Six years after abolishing the old city charter, moving from an elected City Council that picks the mayor to the current elected-mayor government, should Richmond now do the full monte and make the complete transition to an elected mayor picking his own City Council? Truth is, we might already be there, de facto at least, given the new law that went into effect July 1, further suggesting substance to the rumor that Disney is going to film “Honey, I shrunk the City Council” in Richmond.
What new law you ask? Hold on, first as legendary comic Jackie Gleason might have said, a little traveling music. Not long ago, Delegate Dwight Jones and City Council opposed changes to the city charter allowing Richmonders to elect their mayor. Their opposition was allegedly based on how the new city charter would give too much power to the new mayor. They worried about diluting the black vote, but for those who aren't fluent in political speak, let me translate: We don't like Doug Wilder.
Now, whoever coined the adage “Where you stand depends on where you sit” is laughing. Once in office, Mayor Dwight Jones reversed this prior position and instead has been on a 24/7 push, with some impressive success, to amass more power. Some credit “Boss Henry,” aka state Sen. Henry Marsh; “Mayor David,” aka former Richmond Commonwealth's Attorney David Hicks and Jones' senior policy adviser; former Gov. Tim Kaine administration bigwig Deidra Trent; Jones' chief of staff, Suzette Denslow; or Chief Administrative Officer Byron Marshall. Realistically, the plot resembles Agatha Christie's classic “Murder on the Orient Express.” One person couldn't possibly have administered that much chloroform of conformity to all nine council members.
Politically, however, one can't blame the mayor for understanding the truism that “politics abhors a vacuum.” Question: When was the last time City Council had an original idea, much less pulled together to present its own real proposal on any major issue? If you study the history of Richmond, there has never been a more passive City Council than the current one.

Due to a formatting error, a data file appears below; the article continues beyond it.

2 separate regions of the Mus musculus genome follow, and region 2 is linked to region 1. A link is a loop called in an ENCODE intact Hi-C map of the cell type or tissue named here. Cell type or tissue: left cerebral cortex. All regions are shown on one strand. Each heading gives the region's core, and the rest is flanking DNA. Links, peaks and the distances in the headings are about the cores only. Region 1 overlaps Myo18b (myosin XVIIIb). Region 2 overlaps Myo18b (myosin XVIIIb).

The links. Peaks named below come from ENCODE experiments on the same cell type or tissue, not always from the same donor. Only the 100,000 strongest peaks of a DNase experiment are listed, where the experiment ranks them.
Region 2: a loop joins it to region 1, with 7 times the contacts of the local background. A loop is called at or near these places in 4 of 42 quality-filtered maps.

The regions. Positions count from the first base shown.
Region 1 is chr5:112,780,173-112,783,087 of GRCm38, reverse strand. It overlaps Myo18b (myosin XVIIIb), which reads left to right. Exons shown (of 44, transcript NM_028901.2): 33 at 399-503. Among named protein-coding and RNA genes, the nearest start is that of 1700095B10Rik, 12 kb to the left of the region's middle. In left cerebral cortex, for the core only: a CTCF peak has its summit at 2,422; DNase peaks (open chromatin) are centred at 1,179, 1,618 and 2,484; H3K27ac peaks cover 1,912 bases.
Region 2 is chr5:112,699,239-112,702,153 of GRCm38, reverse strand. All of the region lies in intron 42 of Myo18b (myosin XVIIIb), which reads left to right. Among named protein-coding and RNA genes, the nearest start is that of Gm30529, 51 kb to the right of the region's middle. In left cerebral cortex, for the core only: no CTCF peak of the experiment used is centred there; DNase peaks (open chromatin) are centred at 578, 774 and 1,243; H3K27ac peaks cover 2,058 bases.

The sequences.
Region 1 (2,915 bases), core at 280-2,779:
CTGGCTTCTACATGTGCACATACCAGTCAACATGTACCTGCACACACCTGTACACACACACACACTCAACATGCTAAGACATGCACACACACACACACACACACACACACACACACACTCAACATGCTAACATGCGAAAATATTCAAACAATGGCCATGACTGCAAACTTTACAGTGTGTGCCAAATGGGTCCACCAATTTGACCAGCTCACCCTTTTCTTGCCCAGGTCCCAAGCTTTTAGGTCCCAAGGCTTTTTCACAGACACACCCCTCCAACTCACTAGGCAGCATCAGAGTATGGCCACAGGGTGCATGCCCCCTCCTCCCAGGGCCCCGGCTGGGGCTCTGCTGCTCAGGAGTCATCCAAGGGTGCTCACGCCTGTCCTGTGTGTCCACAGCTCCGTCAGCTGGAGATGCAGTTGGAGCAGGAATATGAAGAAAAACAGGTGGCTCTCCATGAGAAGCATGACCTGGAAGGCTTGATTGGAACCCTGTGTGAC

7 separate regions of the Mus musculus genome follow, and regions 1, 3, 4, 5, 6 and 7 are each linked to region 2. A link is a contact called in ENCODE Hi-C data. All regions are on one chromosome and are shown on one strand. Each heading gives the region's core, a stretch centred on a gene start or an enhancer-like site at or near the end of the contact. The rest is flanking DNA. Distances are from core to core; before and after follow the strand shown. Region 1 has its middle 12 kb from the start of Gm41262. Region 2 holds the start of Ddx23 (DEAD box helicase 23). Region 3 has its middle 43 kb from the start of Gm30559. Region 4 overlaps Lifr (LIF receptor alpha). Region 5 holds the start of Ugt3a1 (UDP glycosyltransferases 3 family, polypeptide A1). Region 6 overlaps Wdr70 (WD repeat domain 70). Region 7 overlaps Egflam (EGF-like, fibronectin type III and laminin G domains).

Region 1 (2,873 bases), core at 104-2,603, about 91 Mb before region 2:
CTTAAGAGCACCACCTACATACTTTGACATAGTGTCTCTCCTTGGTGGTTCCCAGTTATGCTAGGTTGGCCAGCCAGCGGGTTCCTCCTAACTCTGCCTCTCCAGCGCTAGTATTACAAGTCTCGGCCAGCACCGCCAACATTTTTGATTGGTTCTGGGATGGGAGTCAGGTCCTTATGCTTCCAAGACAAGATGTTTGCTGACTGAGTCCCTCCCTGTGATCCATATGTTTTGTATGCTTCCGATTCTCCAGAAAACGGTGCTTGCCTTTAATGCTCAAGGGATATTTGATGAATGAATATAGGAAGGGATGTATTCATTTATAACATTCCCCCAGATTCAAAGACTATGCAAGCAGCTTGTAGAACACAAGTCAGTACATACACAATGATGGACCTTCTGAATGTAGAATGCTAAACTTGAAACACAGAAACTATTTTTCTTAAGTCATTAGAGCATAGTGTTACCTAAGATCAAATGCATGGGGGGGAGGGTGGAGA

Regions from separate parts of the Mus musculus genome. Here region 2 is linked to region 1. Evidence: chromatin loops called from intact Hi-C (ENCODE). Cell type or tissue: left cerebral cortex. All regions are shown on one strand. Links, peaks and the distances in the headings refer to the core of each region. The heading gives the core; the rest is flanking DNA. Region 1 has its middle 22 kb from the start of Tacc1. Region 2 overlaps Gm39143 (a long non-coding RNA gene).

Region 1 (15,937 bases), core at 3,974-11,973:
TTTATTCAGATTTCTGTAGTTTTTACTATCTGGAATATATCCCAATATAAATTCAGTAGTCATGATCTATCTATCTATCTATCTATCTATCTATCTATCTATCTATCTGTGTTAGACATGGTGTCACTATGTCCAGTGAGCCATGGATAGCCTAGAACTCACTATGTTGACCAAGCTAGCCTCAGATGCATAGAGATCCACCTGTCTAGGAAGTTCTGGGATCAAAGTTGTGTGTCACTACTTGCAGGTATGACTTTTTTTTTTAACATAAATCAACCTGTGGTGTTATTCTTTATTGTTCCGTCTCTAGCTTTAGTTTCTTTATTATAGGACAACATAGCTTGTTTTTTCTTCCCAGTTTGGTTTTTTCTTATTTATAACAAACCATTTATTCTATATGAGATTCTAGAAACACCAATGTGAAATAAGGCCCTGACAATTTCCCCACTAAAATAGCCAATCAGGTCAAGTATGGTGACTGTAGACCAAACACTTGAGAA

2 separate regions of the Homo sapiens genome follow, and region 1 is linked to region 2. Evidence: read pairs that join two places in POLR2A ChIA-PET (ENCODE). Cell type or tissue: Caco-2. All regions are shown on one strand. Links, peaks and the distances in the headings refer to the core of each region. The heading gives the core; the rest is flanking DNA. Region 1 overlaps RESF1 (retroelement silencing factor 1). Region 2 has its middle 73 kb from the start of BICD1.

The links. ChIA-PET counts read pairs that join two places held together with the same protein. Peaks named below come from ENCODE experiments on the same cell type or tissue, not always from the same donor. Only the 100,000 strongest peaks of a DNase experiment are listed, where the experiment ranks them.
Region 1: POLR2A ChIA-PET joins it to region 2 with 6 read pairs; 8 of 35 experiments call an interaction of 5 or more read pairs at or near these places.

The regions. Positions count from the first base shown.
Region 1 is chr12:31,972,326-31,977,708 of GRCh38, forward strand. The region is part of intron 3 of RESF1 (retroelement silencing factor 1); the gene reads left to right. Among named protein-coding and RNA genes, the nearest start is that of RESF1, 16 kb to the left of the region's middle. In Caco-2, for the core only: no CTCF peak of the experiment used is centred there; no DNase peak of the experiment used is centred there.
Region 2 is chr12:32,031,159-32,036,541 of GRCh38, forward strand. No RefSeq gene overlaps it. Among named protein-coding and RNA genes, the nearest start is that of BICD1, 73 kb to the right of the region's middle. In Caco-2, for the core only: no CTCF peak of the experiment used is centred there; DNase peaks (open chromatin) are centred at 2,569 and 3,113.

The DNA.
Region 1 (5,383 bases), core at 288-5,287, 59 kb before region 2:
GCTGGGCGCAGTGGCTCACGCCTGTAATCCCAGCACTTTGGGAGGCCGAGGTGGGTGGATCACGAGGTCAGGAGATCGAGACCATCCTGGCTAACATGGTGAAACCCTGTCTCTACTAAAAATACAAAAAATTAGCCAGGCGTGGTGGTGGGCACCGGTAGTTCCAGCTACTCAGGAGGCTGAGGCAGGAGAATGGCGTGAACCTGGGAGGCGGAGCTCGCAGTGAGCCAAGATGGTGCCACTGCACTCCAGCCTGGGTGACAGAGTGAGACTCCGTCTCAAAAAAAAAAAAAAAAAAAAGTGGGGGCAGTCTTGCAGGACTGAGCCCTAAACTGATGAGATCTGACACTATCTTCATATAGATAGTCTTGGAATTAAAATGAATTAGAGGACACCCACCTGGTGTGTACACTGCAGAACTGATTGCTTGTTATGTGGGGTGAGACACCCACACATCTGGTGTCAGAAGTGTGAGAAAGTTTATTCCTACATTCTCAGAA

Even Jones' expected 2012 opponent, Councilman Bruce Tyler, has given Hizzoner basically a blank check, along with the other eight council members, choosing peace at any price by the normal standards of the political science profession.
The latest case in point: giving Mayor Jones an unprecedented veto power possessed by no other president, governor or mayor in American history. This new power was added to the city charter at the urging — unbelievably — of City Council. The original mayor-at-large city charter intentionally denied the mayor the veto to preserve some semblance of legislative pushback.
It is true that soon after the original law was passed, I worked with the then City Council President Manoli Loupassi — now a state delegate — and then Lt. Gov. Tim Kaine to enact a limited mayoral veto over certain financial matters in hopes of getting the most expensive city government in the Commonwealth to stop wasting tens of millions of dollars. Later, as part of the Wilder-City Council disputes, they agreed on a different form of limited veto. However, starting July 1, the limited veto is gone, replaced by unlimited power allowing the mayor to reject any ordinance passed by City Council.
On the surface, this seems traditional. But there is a catch here in Richmond: Due to the 2010 Census, the nine city council districts must be redistricted, the new boundaries enacted by ordinance. Thus, for the first time anywhere, an incumbent mayor has been given the power to veto the key components of the very system used to determine whether he gets re-elected. Richmond doesn't elect its mayor truly at large; the winning candidate must secure five of the nine city districts.
Accordingly, Mayor Jones can now veto a redistricting plan that may be good for the city but wrong for his re-election hopes. He can now use this power to convince allies on City Council to pass a plan that favors him at the expense of a fair process.
Perhaps Mayor Jones won't utilize his veto power and do the right thing. But entrusting a politician not to act on the natural impulse of self-preservation is a risky proposition. Given Richmond's politics, what is the benefit of risking even the appearance of such a cloud hanging over the 2012 election? Fortunately, the city charter can be amended next year to fix this problem or better yet, create an independent, nonpartisan redistricting committee to redraw the district boundaries in a fair, nonpolitical manner.
Normally, a legislative body could be counted on to have at least some interest in understanding such issues. But not here, where our system is slowly evolving into the first elected-mayor-appointed-council government anywhere in America.
Paul Goldman is a longtime Democratic strategist and former senior policy adviser for former Mayor L. Douglas Wilder.
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